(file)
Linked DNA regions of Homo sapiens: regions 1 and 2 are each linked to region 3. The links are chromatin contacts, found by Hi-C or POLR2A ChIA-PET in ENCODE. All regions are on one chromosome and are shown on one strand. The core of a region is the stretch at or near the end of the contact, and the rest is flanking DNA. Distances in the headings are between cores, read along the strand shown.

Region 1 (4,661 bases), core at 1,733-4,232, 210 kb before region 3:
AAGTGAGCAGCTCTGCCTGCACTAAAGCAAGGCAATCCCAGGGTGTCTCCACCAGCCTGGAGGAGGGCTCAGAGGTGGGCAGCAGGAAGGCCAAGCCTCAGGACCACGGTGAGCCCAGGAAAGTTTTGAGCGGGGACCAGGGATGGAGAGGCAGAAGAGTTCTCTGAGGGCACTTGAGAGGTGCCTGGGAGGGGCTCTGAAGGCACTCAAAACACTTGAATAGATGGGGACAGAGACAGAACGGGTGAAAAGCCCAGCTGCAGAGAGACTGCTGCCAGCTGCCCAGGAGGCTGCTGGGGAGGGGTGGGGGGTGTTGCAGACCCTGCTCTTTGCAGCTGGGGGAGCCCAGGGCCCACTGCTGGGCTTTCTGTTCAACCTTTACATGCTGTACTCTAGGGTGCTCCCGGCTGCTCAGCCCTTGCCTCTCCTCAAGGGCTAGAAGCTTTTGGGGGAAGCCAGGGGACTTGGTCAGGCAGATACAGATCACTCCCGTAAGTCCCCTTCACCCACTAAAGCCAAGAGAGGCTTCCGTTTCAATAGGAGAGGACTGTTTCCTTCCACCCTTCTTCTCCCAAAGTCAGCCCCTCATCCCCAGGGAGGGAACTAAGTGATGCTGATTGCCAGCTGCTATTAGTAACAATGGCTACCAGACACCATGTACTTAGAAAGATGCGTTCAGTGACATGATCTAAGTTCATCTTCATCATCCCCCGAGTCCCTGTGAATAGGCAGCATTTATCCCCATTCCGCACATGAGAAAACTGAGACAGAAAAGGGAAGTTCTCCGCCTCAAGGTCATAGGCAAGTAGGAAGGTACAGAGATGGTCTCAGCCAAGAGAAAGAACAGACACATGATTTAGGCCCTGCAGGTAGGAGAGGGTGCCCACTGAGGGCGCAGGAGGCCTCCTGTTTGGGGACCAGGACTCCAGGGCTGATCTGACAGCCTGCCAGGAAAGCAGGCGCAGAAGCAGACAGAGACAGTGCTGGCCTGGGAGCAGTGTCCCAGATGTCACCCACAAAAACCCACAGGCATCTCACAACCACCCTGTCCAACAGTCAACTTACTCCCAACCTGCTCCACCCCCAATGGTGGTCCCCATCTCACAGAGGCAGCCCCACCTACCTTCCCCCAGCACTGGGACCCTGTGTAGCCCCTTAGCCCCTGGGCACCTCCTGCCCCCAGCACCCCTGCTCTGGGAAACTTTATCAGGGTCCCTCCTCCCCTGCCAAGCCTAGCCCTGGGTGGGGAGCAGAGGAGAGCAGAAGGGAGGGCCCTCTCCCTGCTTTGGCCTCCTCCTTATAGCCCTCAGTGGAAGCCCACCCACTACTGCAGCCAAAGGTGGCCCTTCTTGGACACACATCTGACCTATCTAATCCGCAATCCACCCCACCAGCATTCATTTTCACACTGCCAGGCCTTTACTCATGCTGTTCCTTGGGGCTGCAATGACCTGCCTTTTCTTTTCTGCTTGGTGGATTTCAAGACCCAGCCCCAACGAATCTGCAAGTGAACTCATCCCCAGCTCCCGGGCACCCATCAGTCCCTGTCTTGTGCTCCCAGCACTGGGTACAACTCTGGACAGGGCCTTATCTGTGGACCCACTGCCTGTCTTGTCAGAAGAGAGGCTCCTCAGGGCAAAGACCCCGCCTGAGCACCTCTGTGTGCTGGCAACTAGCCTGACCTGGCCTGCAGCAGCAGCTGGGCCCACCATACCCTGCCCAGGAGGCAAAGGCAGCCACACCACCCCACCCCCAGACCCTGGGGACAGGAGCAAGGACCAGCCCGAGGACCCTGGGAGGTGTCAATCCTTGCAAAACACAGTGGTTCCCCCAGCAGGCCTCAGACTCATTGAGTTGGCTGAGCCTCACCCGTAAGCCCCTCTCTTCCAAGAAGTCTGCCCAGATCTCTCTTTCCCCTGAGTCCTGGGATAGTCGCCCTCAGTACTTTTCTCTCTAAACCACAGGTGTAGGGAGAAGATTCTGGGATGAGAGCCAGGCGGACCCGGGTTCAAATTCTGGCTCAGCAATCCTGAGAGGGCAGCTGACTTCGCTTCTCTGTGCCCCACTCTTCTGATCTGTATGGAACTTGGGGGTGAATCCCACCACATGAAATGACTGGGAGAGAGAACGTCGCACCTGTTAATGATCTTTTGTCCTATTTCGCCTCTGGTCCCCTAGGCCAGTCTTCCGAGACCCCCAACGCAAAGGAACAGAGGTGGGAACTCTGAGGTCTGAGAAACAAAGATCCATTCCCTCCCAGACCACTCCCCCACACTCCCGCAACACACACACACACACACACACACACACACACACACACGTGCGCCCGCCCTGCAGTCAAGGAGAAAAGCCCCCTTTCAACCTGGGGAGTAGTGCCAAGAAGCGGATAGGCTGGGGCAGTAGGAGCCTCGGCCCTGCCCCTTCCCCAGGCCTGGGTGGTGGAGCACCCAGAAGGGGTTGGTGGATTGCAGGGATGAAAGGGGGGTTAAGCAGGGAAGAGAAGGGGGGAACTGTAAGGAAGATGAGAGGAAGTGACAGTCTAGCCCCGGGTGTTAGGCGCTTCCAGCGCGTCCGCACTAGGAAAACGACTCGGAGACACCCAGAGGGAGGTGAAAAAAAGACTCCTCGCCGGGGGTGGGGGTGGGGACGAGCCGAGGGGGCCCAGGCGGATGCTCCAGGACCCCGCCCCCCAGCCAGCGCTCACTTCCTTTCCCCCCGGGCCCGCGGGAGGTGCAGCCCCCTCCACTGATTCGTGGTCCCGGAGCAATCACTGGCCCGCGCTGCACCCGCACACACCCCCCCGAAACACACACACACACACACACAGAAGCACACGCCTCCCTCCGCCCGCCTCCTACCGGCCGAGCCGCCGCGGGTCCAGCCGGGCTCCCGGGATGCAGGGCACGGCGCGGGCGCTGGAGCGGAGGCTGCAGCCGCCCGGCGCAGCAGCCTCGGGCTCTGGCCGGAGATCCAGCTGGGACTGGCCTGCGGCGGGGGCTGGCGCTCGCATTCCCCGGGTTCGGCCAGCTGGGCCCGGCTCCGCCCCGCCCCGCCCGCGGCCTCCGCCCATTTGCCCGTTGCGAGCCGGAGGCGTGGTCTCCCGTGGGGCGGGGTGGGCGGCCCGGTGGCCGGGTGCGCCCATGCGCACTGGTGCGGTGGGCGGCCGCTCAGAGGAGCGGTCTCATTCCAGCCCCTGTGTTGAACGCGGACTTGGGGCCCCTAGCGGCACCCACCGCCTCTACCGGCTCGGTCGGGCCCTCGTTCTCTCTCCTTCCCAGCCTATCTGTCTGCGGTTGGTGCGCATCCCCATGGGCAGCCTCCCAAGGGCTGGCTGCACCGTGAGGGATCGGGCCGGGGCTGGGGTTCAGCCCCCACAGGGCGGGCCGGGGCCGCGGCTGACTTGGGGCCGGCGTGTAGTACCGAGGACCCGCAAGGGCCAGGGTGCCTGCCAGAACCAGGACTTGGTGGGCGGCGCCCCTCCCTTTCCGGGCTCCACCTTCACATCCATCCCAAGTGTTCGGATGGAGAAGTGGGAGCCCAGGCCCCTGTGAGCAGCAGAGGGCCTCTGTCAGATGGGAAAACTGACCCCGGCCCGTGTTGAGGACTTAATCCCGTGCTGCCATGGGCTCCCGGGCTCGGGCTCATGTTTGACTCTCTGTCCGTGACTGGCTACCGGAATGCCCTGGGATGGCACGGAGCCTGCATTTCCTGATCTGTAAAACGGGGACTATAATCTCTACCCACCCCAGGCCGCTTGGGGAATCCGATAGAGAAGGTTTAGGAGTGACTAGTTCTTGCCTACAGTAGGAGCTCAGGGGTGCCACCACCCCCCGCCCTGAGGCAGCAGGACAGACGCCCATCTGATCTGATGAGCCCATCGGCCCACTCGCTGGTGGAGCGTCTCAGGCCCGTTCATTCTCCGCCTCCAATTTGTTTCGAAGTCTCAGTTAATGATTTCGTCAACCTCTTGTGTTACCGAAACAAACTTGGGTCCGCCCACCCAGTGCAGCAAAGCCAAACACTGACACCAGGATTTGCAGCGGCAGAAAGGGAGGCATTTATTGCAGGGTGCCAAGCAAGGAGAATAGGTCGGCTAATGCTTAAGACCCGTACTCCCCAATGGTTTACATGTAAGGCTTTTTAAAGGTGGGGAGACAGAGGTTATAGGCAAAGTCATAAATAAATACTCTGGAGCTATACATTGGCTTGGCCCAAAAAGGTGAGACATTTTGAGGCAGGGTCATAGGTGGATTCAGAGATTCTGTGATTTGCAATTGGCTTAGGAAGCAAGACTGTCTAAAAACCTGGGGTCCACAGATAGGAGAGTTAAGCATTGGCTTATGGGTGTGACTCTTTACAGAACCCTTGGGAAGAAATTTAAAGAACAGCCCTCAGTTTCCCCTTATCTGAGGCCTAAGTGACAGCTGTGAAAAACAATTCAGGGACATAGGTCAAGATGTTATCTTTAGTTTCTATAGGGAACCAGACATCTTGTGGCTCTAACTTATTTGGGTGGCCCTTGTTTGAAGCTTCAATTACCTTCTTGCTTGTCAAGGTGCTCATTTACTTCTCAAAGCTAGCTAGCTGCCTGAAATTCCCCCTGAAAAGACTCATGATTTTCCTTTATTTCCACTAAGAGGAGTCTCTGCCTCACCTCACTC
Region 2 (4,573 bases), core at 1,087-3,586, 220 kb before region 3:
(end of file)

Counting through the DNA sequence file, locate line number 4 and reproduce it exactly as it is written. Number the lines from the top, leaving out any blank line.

Region 2 (4,573 bases), core at 1,087-3,586, 220 kb before region 3: